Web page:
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Satellite Cup

Satellite Cup Rules:

  • The game starts with everyone pouring any amount ofbeer into their ‘player cups’.(You must keep beer in your cup immediately after youdrink).

  • The drink cup always stays in the middle of the table.

  • One player starts, they have one chance to bounce a ball into the drink cup.

  • If you miss the cup, you drink whatever you pouredinto your own cup.

  • If you make it, you can either: a) Pour your cup into the middle cup or into another players cup  or b) Switch your cup with another cup.

  • You can also shoot for another player’s cup. (They can block their own cup).

  • If you make it, they drink their cup and the middle cup.Your cup stays the same and you get another turn. (Again if you miss you drink what is in your cup).

  • If you make it into an opponent’s cup that has no beer,they drink your cup and the center cup.

  • Whenever the center cup is drunk, who ever drank it can fill it up with any amount of beer.

​House rules (optional):

  • If you pour your cup into another cup, and that cup overows; you drink the remainder of both cups.

  • If you knock over your cup trying to block a shot you drink a full beer.

"You have a little over two weeks to create a game. The only rule is that the game has to be fun. That means you can create anything you want, board game, card game, role playing game, even a video game if you're crazy enough."


That was one fo the assignments Jesse Schell gave us for his Game Design class. I decided to make a drinking game. 


I've always been fascinated by drinking games; they are one of the most unique challenges in game design. Not only does the game have to be fun, easily understood, and well balanced, it also has to made using pieces commonly found around the house, adaptable to whatever extra rules people want to add, and the best drinking game allow people to join in and leave whenever they want.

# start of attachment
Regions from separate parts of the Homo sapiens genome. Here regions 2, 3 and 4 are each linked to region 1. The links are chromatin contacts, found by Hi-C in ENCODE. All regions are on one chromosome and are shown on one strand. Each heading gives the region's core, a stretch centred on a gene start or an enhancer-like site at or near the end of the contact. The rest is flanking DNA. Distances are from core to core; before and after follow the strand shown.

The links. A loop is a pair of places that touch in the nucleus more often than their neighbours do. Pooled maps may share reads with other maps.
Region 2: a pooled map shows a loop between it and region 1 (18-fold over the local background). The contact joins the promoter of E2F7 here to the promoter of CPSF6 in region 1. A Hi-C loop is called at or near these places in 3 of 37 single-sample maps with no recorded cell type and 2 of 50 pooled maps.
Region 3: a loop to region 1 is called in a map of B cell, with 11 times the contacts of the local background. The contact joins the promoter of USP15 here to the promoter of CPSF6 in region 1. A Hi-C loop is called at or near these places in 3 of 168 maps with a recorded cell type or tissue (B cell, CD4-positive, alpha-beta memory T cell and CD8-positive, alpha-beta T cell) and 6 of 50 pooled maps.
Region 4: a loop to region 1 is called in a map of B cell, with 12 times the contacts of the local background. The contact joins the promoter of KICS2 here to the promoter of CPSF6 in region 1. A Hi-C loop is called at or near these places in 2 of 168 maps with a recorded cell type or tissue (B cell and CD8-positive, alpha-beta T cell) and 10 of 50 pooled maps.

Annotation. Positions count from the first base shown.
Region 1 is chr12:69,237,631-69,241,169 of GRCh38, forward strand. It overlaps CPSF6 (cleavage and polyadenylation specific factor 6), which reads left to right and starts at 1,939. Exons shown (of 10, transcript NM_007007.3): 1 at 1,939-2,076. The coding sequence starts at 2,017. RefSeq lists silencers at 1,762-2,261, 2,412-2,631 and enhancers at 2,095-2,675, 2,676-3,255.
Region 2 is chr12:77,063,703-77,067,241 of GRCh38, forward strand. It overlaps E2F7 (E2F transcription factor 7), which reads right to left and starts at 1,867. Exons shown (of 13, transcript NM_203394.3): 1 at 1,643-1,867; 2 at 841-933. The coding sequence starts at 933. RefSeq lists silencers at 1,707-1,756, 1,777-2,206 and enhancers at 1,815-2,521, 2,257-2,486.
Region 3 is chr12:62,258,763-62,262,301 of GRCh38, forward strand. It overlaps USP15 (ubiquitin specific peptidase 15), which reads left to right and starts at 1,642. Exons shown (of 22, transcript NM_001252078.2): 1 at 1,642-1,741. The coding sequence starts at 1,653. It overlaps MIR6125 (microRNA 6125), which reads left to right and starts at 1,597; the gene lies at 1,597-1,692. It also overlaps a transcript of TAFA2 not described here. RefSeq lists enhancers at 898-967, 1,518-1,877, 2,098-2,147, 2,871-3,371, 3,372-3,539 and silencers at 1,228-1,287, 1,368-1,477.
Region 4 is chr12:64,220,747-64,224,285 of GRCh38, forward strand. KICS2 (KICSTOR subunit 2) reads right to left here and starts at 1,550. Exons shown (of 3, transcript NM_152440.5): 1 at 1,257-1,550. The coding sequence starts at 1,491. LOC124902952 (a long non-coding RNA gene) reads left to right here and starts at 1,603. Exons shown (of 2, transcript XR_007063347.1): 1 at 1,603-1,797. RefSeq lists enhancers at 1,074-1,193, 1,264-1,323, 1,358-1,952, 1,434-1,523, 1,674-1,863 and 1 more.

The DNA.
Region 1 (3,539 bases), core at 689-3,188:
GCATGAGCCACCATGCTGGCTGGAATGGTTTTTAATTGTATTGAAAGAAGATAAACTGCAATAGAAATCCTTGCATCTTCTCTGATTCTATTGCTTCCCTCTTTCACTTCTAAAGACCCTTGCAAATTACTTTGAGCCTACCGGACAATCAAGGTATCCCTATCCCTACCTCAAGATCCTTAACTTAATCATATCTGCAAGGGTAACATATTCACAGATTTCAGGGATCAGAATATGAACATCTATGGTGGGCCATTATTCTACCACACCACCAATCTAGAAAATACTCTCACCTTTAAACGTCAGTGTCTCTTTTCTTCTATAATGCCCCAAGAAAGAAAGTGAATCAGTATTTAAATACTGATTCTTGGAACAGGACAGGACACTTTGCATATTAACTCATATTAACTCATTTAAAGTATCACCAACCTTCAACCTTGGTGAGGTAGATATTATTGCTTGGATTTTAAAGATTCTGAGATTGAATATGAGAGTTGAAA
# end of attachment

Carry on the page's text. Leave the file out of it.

And so I set out to create a great drinking game. I started out by writing down every drinking game I could think of and listing it's attributes; things like, too much drinking, low number of players, too slow, no competition, too complex, etc. From this I found a few games that I wanted to emulate, pong, chandelier cup, and quarters. So I started rapidly prototyping by randomly making up rules with a project mate until we had a semi-fun first version. This is what I took to a party at my alma-mater to playtest.


That was only one of 5 playtests that I conducted over the course of the two week time period we had to make the game. I ended up dividing the playtests into two groups; sober and drunk, that way I could playtest the game as it was meant to be played to see if it was any fun, but also have a time were I could focus on rules changes and balancing. 


The rules and photo above represent the final version. Also below is a link to download the long form write up of the game. 

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